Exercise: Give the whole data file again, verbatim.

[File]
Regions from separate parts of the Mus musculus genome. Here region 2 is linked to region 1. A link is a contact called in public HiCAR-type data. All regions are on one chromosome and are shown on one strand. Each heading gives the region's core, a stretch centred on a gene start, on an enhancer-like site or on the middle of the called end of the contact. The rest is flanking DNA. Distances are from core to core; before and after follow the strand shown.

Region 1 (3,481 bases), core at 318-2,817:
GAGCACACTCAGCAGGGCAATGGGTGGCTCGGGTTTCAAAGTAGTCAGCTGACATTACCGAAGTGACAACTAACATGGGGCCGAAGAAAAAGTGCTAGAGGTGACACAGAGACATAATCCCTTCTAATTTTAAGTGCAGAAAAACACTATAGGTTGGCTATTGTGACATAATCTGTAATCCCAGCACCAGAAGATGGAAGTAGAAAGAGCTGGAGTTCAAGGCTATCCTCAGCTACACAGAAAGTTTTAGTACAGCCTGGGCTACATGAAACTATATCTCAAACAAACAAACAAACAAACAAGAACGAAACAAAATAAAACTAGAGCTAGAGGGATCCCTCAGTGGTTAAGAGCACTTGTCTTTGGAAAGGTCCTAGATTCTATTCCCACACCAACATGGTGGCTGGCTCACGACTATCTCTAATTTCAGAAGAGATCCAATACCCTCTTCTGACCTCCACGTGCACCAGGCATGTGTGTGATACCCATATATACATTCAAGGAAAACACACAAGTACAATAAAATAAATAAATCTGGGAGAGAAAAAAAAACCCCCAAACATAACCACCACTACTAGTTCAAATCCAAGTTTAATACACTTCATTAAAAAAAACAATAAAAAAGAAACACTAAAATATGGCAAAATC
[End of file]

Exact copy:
Regions from separate parts of the Mus musculus genome. Here region 2 is linked to region 1. A link is a contact called in public HiCAR-type data. All regions are on one chromosome and are shown on one strand. Each heading gives the region's core, a stretch centred on a gene start, on an enhancer-like site or on the middle of the called end of the contact. The rest is flanking DNA. Distances are from core to core; before and after follow the strand shown.

Region 1 (3,481 bases), core at 318-2,817:
GAGCACACTCAGCAGGGCAATGGGTGGCTCGGGTTTCAAAGTAGTCAGCTGACATTACCGAAGTGACAACTAACATGGGGCCGAAGAAAAAGTGCTAGAGGTGACACAGAGACATAATCCCTTCTAATTTTAAGTGCAGAAAAACACTATAGGTTGGCTATTGTGACATAATCTGTAATCCCAGCACCAGAAGATGGAAGTAGAAAGAGCTGGAGTTCAAGGCTATCCTCAGCTACACAGAAAGTTTTAGTACAGCCTGGGCTACATGAAACTATATCTCAAACAAACAAACAAACAAACAAGAACGAAACAAAATAAAACTAGAGCTAGAGGGATCCCTCAGTGGTTAAGAGCACTTGTCTTTGGAAAGGTCCTAGATTCTATTCCCACACCAACATGGTGGCTGGCTCACGACTATCTCTAATTTCAGAAGAGATCCAATACCCTCTTCTGACCTCCACGTGCACCAGGCATGTGTGTGATACCCATATATACATTCAAGGAAAACACACAAGTACAATAAAATAAATAAATCTGGGAGAGAAAAAAAAACCCCCAAACATAACCACCACTACTAGTTCAAATCCAAGTTTAATACACTTCATTAAAAAAAACAATAAAAAAGAAACACTAAAATATGGCAAAATC